Skin cancer is the most common and increasingly common type of cancer in our country and in the world. Anyone can get skin cancer, regardless of race, skin color, age and gender. Skin cancer can occur in any part of the body. Skin cancers are observed in 80% of the face, head or neck region. The vast majority of these cancers are treated by plastic surgeons. If the lesion is small, it can be treated quickly and returned to daily life by performing an outpatient procedure under local anesthesia. In multiple events, results are achieved that can be achieved even with make-up without an obvious scar.
- What types of skin cancers can plastic surgeons remove?
Although most skin cancers can be surgically removed almost immediately, the treatment protocol is determined depending on the location, type and stage of the mass in your body. A definitive diagnosis is made by removing all small lesions and sending them for pathological examination. In large lesions, a section called biopsy is taken, and after pathological examination is performed, diagnosis is made and treatment is performed. Plastic surgeons can treat all types of cancer listed below:
Basal cell carcinoma (BCC): It is the most common and least dangerous. It progresses very slowly and rarely spreads.
Squamous cell carcinoma (SCC): It is the second most common cancer of the skin. It often occurs on the lips, face or ears. It can spread far.
Malignant melanoma: It is the rarest but most dangerous type of skin cancer. If left untreated, it spreads throughout the body and creates a life-threatening condition.
- Your plastic surgeon may also treat other skin lesions:
Moles: They can be flat or raised on the skin surface in dark clusters. While most of them are not dangerous, some of them, especially those with mottled color and unsystematic edges, may develop into malignant melanoma. In fact, moles are often taken for cosmetic purposes or to prevent irritation from clothing or friction.
Keratoses: They are hard brown or red skin modules on the skin surface in places exposed to the sun. Sometimes they can turn into squamous cell cancer type.
- What should I expect after the interview?
The first step for a patient suspected or diagnosed with cancer is an interview with your doctor. In this meeting, the doctor examines your skin and general health.
Basal and squamous cell cancers can have different forms and appearances. They can often occur as one of the following conditions:
• Small, white or pink nodule or ridge;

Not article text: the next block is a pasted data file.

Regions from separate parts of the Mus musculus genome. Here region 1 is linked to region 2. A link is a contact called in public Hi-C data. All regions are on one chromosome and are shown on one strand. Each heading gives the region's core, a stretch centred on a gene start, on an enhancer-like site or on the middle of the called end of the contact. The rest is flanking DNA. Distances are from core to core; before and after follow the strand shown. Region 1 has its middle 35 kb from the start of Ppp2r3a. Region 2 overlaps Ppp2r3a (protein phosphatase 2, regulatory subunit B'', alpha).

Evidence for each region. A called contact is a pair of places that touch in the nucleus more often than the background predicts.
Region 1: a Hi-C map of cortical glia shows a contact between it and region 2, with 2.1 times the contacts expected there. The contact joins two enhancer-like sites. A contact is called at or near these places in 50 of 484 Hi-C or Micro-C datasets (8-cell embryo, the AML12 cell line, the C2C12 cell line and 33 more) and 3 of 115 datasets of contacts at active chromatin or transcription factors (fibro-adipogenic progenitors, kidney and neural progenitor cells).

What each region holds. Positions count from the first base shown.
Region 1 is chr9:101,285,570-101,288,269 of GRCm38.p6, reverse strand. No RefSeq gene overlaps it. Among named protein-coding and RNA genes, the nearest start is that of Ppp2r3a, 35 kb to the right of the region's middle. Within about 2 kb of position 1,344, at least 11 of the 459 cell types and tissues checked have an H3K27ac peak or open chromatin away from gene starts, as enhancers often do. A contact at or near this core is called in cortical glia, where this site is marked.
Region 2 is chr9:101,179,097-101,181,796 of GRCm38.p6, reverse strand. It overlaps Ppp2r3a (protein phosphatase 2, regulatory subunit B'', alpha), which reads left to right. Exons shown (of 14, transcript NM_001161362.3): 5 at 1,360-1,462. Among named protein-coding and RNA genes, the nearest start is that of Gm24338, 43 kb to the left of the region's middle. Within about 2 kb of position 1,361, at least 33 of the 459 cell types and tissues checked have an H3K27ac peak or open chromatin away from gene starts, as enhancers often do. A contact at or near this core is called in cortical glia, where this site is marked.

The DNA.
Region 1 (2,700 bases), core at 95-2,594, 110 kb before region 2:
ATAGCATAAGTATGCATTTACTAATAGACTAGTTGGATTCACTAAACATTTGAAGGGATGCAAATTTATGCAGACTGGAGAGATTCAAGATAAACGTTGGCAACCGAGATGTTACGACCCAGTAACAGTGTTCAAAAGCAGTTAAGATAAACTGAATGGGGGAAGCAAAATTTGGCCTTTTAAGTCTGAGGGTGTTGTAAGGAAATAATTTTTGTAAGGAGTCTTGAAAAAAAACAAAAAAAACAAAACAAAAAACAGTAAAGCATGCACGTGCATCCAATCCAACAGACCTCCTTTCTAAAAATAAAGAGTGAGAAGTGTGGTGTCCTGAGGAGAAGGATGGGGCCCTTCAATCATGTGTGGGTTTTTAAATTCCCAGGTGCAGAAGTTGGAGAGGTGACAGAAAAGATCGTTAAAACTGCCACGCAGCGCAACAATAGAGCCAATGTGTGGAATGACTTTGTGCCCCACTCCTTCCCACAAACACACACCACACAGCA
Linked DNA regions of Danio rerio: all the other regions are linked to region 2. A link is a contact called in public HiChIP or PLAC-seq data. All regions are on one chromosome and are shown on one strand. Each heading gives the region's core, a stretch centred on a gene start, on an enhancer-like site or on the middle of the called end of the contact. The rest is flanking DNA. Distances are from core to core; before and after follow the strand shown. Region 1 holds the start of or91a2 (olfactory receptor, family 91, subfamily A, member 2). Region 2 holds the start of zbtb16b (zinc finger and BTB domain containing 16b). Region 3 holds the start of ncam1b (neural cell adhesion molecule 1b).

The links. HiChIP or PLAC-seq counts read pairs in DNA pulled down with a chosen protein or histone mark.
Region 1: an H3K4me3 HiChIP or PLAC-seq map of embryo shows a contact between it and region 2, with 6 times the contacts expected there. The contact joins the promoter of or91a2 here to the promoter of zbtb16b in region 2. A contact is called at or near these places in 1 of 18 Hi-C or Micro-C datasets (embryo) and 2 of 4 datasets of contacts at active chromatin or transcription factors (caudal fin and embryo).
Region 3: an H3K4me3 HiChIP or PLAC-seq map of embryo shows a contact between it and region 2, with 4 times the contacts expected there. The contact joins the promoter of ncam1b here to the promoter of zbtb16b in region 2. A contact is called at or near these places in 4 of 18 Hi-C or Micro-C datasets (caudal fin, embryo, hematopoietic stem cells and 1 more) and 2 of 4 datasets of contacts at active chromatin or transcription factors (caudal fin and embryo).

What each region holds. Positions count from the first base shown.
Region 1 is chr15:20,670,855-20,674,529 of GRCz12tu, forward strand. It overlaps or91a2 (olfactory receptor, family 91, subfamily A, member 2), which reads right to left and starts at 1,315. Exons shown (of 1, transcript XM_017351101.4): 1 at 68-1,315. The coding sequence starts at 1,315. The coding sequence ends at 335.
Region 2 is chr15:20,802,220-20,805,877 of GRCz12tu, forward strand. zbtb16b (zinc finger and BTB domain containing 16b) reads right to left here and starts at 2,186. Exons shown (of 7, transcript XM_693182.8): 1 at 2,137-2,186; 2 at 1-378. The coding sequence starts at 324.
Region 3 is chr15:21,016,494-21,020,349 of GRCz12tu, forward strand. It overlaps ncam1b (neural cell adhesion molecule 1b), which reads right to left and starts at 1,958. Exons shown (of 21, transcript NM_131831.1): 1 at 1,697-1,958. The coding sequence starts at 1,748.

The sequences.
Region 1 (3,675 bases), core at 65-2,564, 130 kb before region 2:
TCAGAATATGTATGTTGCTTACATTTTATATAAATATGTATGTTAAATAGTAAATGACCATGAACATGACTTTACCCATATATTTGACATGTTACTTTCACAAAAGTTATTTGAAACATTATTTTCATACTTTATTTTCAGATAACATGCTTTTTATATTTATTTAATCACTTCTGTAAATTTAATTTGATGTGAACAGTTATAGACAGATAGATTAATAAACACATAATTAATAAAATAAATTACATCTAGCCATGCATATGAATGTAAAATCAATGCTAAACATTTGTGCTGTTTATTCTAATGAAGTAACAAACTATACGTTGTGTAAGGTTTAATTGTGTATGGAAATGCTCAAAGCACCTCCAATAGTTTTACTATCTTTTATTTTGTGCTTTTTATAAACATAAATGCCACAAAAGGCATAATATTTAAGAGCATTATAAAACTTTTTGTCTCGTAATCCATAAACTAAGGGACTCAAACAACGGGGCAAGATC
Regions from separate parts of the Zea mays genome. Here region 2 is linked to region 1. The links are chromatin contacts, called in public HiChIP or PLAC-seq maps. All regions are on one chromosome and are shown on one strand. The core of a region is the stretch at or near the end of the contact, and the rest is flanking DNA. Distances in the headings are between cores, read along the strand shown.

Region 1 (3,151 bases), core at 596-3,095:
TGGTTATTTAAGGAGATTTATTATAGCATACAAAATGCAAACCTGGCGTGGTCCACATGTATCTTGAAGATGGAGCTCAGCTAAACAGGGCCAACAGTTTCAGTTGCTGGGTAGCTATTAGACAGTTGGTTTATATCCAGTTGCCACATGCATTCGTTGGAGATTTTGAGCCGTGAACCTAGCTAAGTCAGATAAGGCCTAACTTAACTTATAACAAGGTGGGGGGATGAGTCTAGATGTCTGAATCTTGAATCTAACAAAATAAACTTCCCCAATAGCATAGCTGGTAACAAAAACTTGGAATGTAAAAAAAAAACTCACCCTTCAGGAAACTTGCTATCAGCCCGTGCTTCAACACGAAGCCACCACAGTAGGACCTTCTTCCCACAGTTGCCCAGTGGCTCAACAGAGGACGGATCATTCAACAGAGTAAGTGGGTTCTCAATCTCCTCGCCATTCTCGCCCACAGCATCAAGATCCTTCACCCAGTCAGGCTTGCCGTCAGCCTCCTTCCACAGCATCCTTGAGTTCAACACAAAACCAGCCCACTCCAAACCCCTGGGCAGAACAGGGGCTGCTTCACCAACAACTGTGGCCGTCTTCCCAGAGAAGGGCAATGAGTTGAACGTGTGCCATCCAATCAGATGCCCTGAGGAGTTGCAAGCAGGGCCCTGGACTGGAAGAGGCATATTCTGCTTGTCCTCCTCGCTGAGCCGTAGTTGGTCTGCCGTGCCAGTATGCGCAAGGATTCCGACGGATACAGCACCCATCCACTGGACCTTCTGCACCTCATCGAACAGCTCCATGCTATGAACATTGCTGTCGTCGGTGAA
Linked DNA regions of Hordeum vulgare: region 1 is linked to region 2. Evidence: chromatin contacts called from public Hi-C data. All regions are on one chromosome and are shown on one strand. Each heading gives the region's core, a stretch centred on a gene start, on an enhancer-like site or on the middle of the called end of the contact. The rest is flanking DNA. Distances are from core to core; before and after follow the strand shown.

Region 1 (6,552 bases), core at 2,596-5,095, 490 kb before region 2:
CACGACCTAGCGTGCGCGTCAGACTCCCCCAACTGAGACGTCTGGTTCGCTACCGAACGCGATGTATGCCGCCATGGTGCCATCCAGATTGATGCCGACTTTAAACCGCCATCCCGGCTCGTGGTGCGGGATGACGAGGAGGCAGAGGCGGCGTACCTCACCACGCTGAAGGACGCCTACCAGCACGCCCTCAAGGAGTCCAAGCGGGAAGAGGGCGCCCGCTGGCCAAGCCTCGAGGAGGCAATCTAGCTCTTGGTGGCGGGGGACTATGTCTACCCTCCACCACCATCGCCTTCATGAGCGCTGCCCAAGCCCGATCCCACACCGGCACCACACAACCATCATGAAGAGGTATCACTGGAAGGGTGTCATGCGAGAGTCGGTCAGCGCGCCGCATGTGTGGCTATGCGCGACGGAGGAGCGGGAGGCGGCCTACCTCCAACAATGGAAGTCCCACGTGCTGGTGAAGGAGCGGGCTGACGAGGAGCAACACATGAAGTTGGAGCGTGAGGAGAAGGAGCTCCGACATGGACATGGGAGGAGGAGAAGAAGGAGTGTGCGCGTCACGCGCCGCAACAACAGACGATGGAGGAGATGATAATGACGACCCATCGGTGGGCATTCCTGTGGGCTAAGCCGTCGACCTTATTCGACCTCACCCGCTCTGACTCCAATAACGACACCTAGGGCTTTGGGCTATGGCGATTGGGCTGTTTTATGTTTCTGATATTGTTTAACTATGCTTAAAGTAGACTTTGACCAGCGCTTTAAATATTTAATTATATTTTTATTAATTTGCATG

• Hard, dry or scaly red dots;
• Hard, red bumps and clusters of nodules or clusters;
• Bleeding wound that has not improved for 2-4 weeks, and a recurring wound that has healed;
• They can be observed in the form of scars on the skin surface as slightly sunken or raised.
- How is skin cancer taken?
First of all, a preliminary diagnosis of the existing lesion is made by clinical examination. Usually, one of the cancer types we call BCC or SCC is prediagnosed. Although the uptake of the cancerous cell varies according to the type, it varies according to the stage and the region where it is located. The plastic surgeon removes the growing part in the most aesthetic way possible. If this lesion is large enough to be removed in one go and it will not cause an aesthetic problem after removal, the process we call excisional biopsy is performed. Excisional biopsy, that is, surgical removal of the mass, can be performed under local anesthesia. The patient quickly returns to his daily life. The removed module is sent for pathological examination. As a result of the future pathology, the treatment is considered complete and further treatment is performed if necessary. In this case, a thin scar is often left in the form of a line.
If the suspected cancerous area is large or has spread to the lymph nodes, more complicated surgery may be required. In this case, to finalize the diagnosis, a small section is taken from the lesion, which we call incisional biopsy, and sent for pathological examination. If the diagnosis is cancer, all of the cancerous tissue should be removed. In this case, the cancerous tissue is removed extensively. Then, this area is closed by applying a skin patch, which we call grafting, or by shifting the tissue we call flap. With these techniques, the area where the cancer is removed is treated, and it is ensured that it regains an adequate appearance and function. Depending on my situation, further treatment may be required.
- How will care be applied on the day of the procedure?
Most skin cancer purchases are made under local anesthesia in the physician’s office. In advanced cases, the process can be performed under general anesthesia. Your doctor will inform you about the most accurate and reliable anesthesia option.
- How will I look and feel after the procedure?
After the treatment, the area may have some edema, ie swelling. Initially, the scar may be pink or red in color. This will disappear over time and may become unnoticed. If complex tissue transfer, such as a skin graft flap, is performed, the recovery period takes longer than easy excision. You should carefully follow your doctor’s post-treatment instructions for proper healing.